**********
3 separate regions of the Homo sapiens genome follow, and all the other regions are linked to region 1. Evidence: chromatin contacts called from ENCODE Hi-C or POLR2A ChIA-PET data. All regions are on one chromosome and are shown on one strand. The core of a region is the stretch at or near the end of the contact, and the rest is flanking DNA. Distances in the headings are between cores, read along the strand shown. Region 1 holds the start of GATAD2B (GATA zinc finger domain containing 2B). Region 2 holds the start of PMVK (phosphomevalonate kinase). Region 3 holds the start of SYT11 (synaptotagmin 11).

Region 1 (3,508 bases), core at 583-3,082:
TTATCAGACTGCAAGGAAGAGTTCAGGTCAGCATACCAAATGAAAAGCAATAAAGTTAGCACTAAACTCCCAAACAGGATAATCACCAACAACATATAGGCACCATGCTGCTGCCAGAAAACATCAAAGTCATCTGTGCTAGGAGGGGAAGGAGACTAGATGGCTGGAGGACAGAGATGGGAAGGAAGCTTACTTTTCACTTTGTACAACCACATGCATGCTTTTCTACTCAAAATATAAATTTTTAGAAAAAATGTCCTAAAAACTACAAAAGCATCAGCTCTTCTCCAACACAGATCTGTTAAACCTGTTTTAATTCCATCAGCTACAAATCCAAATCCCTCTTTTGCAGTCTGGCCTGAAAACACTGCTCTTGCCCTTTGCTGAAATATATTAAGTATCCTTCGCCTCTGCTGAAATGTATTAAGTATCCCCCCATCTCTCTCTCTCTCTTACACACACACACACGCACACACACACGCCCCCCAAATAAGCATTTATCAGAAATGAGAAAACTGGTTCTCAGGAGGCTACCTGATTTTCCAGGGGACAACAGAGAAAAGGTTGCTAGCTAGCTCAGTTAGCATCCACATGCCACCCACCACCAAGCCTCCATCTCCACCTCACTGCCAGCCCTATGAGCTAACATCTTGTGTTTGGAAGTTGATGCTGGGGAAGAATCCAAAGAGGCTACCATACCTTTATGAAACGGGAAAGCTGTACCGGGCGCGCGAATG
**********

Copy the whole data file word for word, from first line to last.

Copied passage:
3 separate regions of the Homo sapiens genome follow, and all the other regions are linked to region 1. Evidence: chromatin contacts called from ENCODE Hi-C or POLR2A ChIA-PET data. All regions are on one chromosome and are shown on one strand. The core of a region is the stretch at or near the end of the contact, and the rest is flanking DNA. Distances in the headings are between cores, read along the strand shown. Region 1 holds the start of GATAD2B (GATA zinc finger domain containing 2B). Region 2 holds the start of PMVK (phosphomevalonate kinase). Region 3 holds the start of SYT11 (synaptotagmin 11).

Region 1 (3,508 bases), core at 583-3,082:
TTATCAGACTGCAAGGAAGAGTTCAGGTCAGCATACCAAATGAAAAGCAATAAAGTTAGCACTAAACTCCCAAACAGGATAATCACCAACAACATATAGGCACCATGCTGCTGCCAGAAAACATCAAAGTCATCTGTGCTAGGAGGGGAAGGAGACTAGATGGCTGGAGGACAGAGATGGGAAGGAAGCTTACTTTTCACTTTGTACAACCACATGCATGCTTTTCTACTCAAAATATAAATTTTTAGAAAAAATGTCCTAAAAACTACAAAAGCATCAGCTCTTCTCCAACACAGATCTGTTAAACCTGTTTTAATTCCATCAGCTACAAATCCAAATCCCTCTTTTGCAGTCTGGCCTGAAAACACTGCTCTTGCCCTTTGCTGAAATATATTAAGTATCCTTCGCCTCTGCTGAAATGTATTAAGTATCCCCCCATCTCTCTCTCTCTCTTACACACACACACACGCACACACACACGCCCCCCAAATAAGCATTTATCAGAAATGAGAAAACTGGTTCTCAGGAGGCTACCTGATTTTCCAGGGGACAACAGAGAAAAGGTTGCTAGCTAGCTCAGTTAGCATCCACATGCCACCCACCACCAAGCCTCCATCTCCACCTCACTGCCAGCCCTATGAGCTAACATCTTGTGTTTGGAAGTTGATGCTGGGGAAGAATCCAAAGAGGCTACCATACCTTTATGAAACGGGAAAGCTGTACCGGGCGCGCGAATG